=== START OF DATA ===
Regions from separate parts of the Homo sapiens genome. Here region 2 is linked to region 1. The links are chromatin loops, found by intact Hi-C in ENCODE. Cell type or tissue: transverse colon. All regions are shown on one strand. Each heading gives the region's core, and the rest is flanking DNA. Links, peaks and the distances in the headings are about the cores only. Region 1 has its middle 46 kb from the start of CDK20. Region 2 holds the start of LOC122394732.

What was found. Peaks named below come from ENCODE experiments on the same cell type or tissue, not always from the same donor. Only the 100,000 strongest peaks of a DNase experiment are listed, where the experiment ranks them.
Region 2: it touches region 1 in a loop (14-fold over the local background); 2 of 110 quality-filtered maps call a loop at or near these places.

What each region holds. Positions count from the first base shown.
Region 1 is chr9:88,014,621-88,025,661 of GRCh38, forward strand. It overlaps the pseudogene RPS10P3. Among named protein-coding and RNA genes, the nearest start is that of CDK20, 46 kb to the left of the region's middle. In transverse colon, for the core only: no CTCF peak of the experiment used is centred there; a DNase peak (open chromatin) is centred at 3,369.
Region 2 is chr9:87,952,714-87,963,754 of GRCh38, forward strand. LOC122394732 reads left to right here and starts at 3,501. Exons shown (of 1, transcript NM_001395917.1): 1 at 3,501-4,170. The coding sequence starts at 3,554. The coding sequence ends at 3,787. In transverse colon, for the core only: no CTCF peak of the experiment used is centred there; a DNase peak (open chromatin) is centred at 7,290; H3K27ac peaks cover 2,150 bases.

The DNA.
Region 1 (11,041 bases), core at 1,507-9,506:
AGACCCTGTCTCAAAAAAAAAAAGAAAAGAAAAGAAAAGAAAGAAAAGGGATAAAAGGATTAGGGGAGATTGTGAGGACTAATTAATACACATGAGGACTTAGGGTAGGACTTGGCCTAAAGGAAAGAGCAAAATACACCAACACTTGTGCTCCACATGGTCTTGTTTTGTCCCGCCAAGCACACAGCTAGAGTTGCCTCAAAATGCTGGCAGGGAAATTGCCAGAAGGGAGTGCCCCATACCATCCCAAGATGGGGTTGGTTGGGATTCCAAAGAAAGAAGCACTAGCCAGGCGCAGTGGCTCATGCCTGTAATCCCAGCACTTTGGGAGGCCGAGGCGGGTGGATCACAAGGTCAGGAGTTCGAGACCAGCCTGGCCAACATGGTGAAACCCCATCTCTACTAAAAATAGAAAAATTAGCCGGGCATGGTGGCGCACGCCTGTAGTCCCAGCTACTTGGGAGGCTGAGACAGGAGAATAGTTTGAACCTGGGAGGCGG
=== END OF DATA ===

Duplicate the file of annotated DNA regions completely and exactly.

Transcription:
Regions from separate parts of the Homo sapiens genome. Here region 2 is linked to region 1. The links are chromatin loops, found by intact Hi-C in ENCODE. Cell type or tissue: transverse colon. All regions are shown on one strand. Each heading gives the region's core, and the rest is flanking DNA. Links, peaks and the distances in the headings are about the cores only. Region 1 has its middle 46 kb from the start of CDK20. Region 2 holds the start of LOC122394732.

What was found. Peaks named below come from ENCODE experiments on the same cell type or tissue, not always from the same donor. Only the 100,000 strongest peaks of a DNase experiment are listed, where the experiment ranks them.
Region 2: it touches region 1 in a loop (14-fold over the local background); 2 of 110 quality-filtered maps call a loop at or near these places.

What each region holds. Positions count from the first base shown.
Region 1 is chr9:88,014,621-88,025,661 of GRCh38, forward strand. It overlaps the pseudogene RPS10P3. Among named protein-coding and RNA genes, the nearest start is that of CDK20, 46 kb to the left of the region's middle. In transverse colon, for the core only: no CTCF peak of the experiment used is centred there; a DNase peak (open chromatin) is centred at 3,369.
Region 2 is chr9:87,952,714-87,963,754 of GRCh38, forward strand. LOC122394732 reads left to right here and starts at 3,501. Exons shown (of 1, transcript NM_001395917.1): 1 at 3,501-4,170. The coding sequence starts at 3,554. The coding sequence ends at 3,787. In transverse colon, for the core only: no CTCF peak of the experiment used is centred there; a DNase peak (open chromatin) is centred at 7,290; H3K27ac peaks cover 2,150 bases.

The DNA.
Region 1 (11,041 bases), core at 1,507-9,506:
AGACCCTGTCTCAAAAAAAAAAAGAAAAGAAAAGAAAAGAAAGAAAAGGGATAAAAGGATTAGGGGAGATTGTGAGGACTAATTAATACACATGAGGACTTAGGGTAGGACTTGGCCTAAAGGAAAGAGCAAAATACACCAACACTTGTGCTCCACATGGTCTTGTTTTGTCCCGCCAAGCACACAGCTAGAGTTGCCTCAAAATGCTGGCAGGGAAATTGCCAGAAGGGAGTGCCCCATACCATCCCAAGATGGGGTTGGTTGGGATTCCAAAGAAAGAAGCACTAGCCAGGCGCAGTGGCTCATGCCTGTAATCCCAGCACTTTGGGAGGCCGAGGCGGGTGGATCACAAGGTCAGGAGTTCGAGACCAGCCTGGCCAACATGGTGAAACCCCATCTCTACTAAAAATAGAAAAATTAGCCGGGCATGGTGGCGCACGCCTGTAGTCCCAGCTACTTGGGAGGCTGAGACAGGAGAATAGTTTGAACCTGGGAGGCGG